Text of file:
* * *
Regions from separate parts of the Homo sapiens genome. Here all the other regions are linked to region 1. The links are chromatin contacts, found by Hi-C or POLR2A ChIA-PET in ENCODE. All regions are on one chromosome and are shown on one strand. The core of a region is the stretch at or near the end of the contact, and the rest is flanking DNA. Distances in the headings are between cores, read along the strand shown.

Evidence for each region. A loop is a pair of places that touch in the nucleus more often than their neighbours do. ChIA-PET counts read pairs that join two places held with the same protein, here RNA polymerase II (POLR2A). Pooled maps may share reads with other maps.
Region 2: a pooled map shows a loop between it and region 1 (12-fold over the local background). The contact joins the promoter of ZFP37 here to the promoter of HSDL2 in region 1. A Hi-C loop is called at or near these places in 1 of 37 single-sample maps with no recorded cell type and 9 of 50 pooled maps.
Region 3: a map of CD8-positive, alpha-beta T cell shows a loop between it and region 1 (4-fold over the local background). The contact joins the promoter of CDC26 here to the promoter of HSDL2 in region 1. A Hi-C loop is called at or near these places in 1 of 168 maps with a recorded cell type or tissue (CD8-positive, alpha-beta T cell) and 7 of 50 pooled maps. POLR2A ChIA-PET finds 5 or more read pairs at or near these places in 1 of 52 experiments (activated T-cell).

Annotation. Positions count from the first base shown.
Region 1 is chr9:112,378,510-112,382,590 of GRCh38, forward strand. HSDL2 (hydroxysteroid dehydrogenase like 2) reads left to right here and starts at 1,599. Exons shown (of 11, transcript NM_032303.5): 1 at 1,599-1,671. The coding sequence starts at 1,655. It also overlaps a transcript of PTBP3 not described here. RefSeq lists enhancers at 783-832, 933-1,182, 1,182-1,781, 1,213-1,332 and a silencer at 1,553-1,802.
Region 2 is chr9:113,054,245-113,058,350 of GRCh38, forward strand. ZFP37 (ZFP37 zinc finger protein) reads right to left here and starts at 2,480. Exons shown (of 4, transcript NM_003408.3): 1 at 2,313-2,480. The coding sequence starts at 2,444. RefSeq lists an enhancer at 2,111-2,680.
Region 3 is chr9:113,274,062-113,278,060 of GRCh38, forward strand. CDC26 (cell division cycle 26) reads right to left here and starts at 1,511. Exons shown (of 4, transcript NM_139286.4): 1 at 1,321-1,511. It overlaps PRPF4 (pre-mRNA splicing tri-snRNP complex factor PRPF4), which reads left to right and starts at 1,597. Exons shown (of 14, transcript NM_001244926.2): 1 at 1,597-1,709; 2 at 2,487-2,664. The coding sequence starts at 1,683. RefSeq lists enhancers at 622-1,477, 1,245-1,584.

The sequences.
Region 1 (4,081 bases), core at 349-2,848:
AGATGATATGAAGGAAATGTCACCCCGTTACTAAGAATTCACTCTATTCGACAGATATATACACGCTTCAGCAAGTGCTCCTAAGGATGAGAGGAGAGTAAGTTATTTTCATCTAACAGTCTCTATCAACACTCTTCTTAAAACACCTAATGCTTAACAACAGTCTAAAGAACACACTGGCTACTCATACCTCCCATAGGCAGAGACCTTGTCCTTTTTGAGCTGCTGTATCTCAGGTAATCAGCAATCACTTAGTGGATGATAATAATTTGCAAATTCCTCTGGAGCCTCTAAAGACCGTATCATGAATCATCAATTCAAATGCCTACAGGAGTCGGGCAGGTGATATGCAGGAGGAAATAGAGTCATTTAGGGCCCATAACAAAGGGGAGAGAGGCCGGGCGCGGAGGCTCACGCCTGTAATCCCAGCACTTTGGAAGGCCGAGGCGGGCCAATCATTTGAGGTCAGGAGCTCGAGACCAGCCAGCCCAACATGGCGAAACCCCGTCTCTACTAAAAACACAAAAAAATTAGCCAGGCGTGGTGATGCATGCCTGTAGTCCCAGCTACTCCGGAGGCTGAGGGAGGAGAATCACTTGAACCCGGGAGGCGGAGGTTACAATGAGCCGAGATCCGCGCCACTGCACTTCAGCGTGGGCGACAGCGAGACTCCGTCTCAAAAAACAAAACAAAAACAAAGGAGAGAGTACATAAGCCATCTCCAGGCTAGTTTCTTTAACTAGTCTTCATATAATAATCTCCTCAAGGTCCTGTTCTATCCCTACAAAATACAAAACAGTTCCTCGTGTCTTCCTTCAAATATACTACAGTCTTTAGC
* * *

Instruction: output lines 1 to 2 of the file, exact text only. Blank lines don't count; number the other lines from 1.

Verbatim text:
Regions from separate parts of the Homo sapiens genome. Here all the other regions are linked to region 1. The links are chromatin contacts, found by Hi-C or POLR2A ChIA-PET in ENCODE. All regions are on one chromosome and are shown on one strand. The core of a region is the stretch at or near the end of the contact, and the rest is flanking DNA. Distances in the headings are between cores, read along the strand shown.

Evidence for each region. A loop is a pair of places that touch in the nucleus more often than their neighbours do. ChIA-PET counts read pairs that join two places held with the same protein, here RNA polymerase II (POLR2A). Pooled maps may share reads with other maps.